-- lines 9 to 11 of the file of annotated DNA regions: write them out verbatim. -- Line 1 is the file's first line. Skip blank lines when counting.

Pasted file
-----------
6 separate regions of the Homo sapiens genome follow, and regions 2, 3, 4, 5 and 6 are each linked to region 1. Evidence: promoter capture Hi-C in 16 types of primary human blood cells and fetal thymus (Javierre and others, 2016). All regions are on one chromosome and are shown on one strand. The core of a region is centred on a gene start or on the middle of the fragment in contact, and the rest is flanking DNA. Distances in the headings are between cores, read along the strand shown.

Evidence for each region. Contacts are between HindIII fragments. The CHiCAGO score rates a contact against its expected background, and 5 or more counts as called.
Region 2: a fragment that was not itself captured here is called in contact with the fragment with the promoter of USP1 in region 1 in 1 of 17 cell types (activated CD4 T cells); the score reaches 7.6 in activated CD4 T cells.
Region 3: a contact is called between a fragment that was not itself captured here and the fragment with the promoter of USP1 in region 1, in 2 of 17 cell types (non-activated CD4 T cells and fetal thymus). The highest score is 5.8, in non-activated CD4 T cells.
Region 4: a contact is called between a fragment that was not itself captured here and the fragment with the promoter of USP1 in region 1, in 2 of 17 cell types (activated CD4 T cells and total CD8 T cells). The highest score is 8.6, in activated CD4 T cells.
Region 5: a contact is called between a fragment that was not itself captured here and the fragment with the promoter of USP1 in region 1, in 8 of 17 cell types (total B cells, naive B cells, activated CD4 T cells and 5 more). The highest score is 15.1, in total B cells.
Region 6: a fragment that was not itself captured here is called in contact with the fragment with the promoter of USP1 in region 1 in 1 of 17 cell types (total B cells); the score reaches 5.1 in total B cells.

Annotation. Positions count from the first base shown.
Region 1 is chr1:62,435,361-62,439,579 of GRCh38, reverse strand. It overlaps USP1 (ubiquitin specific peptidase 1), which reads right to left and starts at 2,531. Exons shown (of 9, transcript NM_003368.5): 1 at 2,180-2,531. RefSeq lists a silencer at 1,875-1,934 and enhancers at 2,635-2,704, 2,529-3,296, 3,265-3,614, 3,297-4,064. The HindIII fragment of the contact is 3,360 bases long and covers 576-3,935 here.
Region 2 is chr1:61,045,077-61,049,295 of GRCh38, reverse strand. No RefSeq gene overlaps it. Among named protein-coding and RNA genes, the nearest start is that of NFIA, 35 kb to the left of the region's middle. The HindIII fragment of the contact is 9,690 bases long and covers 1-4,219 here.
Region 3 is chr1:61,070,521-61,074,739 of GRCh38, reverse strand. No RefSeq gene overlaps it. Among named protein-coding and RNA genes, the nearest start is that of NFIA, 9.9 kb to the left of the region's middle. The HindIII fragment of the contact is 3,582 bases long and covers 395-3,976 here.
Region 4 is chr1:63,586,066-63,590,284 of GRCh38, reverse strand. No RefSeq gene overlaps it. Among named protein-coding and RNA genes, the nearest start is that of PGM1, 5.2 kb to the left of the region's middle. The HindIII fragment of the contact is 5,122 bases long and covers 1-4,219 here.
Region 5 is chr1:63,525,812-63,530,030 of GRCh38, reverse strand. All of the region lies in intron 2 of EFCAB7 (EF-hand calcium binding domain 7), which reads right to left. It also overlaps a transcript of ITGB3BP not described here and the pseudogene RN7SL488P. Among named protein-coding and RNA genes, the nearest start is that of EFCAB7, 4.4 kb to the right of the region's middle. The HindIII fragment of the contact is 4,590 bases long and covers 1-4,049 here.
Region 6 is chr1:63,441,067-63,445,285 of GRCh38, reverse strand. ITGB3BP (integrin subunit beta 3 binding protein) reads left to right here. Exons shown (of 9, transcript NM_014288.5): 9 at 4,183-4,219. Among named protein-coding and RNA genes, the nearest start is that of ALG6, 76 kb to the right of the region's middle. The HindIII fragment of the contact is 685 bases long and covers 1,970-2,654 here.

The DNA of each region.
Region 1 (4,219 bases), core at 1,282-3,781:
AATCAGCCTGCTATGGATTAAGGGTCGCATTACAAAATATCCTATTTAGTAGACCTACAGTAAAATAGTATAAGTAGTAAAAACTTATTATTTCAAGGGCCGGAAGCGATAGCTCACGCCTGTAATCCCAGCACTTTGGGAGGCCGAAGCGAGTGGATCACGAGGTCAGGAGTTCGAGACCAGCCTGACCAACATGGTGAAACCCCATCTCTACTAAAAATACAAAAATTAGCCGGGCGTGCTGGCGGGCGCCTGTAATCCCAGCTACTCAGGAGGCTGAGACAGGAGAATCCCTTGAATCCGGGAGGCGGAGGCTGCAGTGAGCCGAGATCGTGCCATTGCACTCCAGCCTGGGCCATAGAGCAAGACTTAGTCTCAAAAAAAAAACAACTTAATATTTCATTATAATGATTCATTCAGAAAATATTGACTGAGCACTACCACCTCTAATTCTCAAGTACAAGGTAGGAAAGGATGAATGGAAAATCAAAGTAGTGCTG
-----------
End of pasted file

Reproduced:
Region 1 is chr1:62,435,361-62,439,579 of GRCh38, reverse strand. It overlaps USP1 (ubiquitin specific peptidase 1), which reads right to left and starts at 2,531. Exons shown (of 9, transcript NM_003368.5): 1 at 2,180-2,531. RefSeq lists a silencer at 1,875-1,934 and enhancers at 2,635-2,704, 2,529-3,296, 3,265-3,614, 3,297-4,064. The HindIII fragment of the contact is 3,360 bases long and covers 576-3,935 here.
Region 2 is chr1:61,045,077-61,049,295 of GRCh38, reverse strand. No RefSeq gene overlaps it. Among named protein-coding and RNA genes, the nearest start is that of NFIA, 35 kb to the left of the region's middle. The HindIII fragment of the contact is 9,690 bases long and covers 1-4,219 here.
Region 3 is chr1:61,070,521-61,074,739 of GRCh38, reverse strand. No RefSeq gene overlaps it. Among named protein-coding and RNA genes, the nearest start is that of NFIA, 9.9 kb to the left of the region's middle. The HindIII fragment of the contact is 3,582 bases long and covers 395-3,976 here.